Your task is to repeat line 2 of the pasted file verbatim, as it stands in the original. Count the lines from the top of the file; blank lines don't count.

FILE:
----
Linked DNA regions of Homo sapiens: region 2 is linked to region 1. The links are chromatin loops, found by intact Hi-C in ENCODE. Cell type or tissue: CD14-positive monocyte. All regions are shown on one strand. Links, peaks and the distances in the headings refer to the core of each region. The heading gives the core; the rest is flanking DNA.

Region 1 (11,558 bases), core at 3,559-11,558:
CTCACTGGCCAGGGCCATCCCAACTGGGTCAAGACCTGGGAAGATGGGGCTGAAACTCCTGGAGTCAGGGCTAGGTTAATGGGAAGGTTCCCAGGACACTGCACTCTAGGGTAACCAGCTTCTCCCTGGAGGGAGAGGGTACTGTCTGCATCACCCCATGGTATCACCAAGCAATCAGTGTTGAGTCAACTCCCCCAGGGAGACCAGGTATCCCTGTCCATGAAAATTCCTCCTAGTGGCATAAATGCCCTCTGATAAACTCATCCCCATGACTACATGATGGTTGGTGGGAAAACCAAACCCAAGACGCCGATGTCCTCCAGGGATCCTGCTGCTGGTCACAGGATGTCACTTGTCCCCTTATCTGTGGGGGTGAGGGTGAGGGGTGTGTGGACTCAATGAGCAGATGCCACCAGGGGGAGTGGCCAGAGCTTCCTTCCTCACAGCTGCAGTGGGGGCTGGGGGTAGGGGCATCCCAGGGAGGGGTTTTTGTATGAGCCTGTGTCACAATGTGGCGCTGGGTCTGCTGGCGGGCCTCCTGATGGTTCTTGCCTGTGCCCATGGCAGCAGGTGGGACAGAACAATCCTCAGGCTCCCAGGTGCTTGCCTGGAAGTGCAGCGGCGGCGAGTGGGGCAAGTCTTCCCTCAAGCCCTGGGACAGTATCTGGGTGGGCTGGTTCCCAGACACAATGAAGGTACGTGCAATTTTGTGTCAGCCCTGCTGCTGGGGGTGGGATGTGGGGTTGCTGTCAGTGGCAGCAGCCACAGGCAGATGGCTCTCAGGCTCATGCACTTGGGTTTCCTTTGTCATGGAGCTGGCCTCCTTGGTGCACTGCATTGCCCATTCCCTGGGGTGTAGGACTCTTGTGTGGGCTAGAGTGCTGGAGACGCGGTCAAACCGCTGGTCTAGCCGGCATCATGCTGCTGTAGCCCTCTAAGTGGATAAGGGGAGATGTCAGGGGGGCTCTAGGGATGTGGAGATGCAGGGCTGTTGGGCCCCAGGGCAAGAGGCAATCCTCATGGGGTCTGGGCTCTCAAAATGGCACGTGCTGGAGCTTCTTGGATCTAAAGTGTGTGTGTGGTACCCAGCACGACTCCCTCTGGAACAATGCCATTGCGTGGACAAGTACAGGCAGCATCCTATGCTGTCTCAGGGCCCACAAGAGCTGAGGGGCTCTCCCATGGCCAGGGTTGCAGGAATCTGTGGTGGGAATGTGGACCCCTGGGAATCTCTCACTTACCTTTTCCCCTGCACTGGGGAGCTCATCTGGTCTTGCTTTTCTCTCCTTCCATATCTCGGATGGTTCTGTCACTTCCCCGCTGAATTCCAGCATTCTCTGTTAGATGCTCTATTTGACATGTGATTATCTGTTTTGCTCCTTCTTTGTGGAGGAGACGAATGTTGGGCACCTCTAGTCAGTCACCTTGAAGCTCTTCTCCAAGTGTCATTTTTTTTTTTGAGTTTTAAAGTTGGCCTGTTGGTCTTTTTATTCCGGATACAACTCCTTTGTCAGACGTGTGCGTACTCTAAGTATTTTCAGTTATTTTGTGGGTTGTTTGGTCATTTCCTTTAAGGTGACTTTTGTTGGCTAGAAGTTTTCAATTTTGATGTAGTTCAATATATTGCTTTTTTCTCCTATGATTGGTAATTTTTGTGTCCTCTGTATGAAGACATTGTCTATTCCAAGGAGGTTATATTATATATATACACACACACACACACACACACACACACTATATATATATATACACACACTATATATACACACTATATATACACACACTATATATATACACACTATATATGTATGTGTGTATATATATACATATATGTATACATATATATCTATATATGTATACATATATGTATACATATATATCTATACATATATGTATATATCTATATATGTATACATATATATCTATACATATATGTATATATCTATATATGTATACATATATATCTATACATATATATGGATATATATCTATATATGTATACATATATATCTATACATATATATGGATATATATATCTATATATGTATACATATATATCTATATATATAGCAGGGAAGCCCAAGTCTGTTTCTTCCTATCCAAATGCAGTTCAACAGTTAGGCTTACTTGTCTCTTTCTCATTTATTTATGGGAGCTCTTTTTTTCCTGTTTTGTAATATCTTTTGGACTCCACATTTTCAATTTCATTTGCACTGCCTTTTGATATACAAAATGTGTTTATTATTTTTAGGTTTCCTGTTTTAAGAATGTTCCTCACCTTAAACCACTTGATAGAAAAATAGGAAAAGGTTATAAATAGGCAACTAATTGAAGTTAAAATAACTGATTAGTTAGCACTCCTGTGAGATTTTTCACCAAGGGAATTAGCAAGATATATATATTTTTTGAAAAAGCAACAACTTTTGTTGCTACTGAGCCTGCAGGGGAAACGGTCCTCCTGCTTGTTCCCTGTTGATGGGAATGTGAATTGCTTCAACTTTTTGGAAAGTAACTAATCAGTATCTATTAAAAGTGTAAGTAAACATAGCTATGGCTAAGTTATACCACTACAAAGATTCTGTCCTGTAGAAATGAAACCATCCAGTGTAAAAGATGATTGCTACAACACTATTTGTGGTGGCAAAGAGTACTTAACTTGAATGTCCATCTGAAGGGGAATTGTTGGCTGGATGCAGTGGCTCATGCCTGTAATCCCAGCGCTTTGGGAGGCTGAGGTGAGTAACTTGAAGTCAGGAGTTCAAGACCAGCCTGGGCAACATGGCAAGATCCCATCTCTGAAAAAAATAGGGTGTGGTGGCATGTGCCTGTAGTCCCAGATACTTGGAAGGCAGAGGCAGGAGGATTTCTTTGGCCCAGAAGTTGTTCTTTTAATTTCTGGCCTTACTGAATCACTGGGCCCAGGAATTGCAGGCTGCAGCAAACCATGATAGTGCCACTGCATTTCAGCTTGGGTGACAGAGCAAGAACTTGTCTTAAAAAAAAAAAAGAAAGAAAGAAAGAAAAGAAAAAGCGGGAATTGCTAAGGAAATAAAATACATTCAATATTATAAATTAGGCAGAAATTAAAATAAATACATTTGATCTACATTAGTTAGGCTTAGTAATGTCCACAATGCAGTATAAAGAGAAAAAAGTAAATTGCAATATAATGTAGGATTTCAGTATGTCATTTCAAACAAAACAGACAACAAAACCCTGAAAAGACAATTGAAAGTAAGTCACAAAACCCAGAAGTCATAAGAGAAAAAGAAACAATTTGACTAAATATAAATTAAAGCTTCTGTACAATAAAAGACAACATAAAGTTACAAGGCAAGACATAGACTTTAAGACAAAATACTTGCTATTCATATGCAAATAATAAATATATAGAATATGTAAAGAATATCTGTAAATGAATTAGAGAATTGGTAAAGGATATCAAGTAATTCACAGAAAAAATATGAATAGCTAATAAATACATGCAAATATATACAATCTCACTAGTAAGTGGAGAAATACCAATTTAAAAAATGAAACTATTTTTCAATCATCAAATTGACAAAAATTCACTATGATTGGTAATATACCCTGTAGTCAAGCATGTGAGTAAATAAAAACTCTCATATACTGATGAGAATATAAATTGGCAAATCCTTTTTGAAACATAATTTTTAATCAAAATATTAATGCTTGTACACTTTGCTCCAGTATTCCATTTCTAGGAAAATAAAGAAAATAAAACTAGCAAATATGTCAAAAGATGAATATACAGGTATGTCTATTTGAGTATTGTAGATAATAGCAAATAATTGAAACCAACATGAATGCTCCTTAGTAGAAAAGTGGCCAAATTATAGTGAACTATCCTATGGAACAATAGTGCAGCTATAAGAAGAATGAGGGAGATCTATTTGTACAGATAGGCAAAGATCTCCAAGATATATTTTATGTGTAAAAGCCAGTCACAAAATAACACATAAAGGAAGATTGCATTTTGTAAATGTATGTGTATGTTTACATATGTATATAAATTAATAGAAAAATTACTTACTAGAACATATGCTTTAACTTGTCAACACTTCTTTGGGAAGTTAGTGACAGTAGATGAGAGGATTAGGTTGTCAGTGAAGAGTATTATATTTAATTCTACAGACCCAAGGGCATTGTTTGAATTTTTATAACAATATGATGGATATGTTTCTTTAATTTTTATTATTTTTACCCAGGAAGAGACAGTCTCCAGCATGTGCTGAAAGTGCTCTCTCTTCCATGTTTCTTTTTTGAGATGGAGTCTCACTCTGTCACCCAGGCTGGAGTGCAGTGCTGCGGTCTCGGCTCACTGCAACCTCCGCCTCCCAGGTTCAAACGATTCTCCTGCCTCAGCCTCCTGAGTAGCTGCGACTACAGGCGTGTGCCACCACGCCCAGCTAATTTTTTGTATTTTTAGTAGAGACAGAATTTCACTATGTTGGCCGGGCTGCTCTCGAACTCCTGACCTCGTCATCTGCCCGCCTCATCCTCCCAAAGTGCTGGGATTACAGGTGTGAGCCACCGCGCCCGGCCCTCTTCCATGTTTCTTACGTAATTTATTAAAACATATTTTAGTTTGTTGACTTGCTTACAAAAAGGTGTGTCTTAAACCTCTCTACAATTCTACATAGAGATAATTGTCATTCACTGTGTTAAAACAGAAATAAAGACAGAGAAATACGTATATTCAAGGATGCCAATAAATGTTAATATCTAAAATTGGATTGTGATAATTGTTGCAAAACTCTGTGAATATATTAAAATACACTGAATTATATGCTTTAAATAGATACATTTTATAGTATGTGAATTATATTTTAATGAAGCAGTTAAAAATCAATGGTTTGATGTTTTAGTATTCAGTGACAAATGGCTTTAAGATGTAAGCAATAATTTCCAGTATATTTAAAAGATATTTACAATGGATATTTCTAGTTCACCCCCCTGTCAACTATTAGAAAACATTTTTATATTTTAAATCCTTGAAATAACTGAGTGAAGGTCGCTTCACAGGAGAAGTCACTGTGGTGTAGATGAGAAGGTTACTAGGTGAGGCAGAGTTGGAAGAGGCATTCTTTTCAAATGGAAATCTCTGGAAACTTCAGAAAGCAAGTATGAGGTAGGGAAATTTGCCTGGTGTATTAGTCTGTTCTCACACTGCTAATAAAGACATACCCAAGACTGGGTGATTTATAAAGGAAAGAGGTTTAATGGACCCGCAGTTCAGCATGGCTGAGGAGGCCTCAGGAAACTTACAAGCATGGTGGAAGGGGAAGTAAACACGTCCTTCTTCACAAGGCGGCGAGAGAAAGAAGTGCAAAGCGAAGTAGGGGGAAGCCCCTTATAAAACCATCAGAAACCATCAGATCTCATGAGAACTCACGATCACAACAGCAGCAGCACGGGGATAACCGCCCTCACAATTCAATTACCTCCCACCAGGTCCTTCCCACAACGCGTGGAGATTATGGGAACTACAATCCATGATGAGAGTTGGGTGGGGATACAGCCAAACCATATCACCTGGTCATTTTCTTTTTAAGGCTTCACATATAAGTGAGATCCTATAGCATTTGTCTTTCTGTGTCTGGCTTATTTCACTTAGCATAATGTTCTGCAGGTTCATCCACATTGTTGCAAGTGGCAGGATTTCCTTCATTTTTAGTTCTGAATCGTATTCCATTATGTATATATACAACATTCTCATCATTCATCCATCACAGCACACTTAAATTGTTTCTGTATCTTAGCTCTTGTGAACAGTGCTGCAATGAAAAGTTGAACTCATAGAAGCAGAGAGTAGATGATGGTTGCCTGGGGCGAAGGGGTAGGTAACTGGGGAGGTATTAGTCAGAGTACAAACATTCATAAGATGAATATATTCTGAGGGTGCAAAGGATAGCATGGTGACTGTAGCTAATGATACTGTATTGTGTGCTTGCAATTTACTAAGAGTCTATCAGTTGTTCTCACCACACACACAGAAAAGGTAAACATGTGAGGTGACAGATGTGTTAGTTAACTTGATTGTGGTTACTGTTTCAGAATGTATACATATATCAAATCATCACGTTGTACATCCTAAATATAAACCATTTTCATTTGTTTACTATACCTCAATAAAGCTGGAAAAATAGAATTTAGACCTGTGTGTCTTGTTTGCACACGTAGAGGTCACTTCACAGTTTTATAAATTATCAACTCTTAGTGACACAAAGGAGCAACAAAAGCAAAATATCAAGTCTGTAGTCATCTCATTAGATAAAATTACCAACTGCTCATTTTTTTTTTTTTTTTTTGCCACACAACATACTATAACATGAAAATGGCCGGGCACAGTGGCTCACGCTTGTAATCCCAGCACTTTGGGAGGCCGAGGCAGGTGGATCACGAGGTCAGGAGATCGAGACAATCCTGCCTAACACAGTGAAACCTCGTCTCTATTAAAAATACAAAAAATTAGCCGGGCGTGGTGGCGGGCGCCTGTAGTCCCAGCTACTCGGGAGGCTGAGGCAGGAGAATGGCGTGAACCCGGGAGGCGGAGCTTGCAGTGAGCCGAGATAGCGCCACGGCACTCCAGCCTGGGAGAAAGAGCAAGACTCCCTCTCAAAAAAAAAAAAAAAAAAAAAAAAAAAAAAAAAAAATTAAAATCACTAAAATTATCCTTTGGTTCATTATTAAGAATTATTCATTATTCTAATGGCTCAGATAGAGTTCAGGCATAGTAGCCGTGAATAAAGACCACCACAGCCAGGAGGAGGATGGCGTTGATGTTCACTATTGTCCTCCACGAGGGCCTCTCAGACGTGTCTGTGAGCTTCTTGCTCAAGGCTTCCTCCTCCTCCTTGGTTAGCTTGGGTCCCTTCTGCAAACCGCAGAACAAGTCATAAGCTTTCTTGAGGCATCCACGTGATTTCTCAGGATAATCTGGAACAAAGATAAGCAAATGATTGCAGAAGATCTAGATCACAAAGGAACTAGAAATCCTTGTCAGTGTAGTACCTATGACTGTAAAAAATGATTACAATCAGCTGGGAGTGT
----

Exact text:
Region 1 (11,558 bases), core at 3,559-11,558: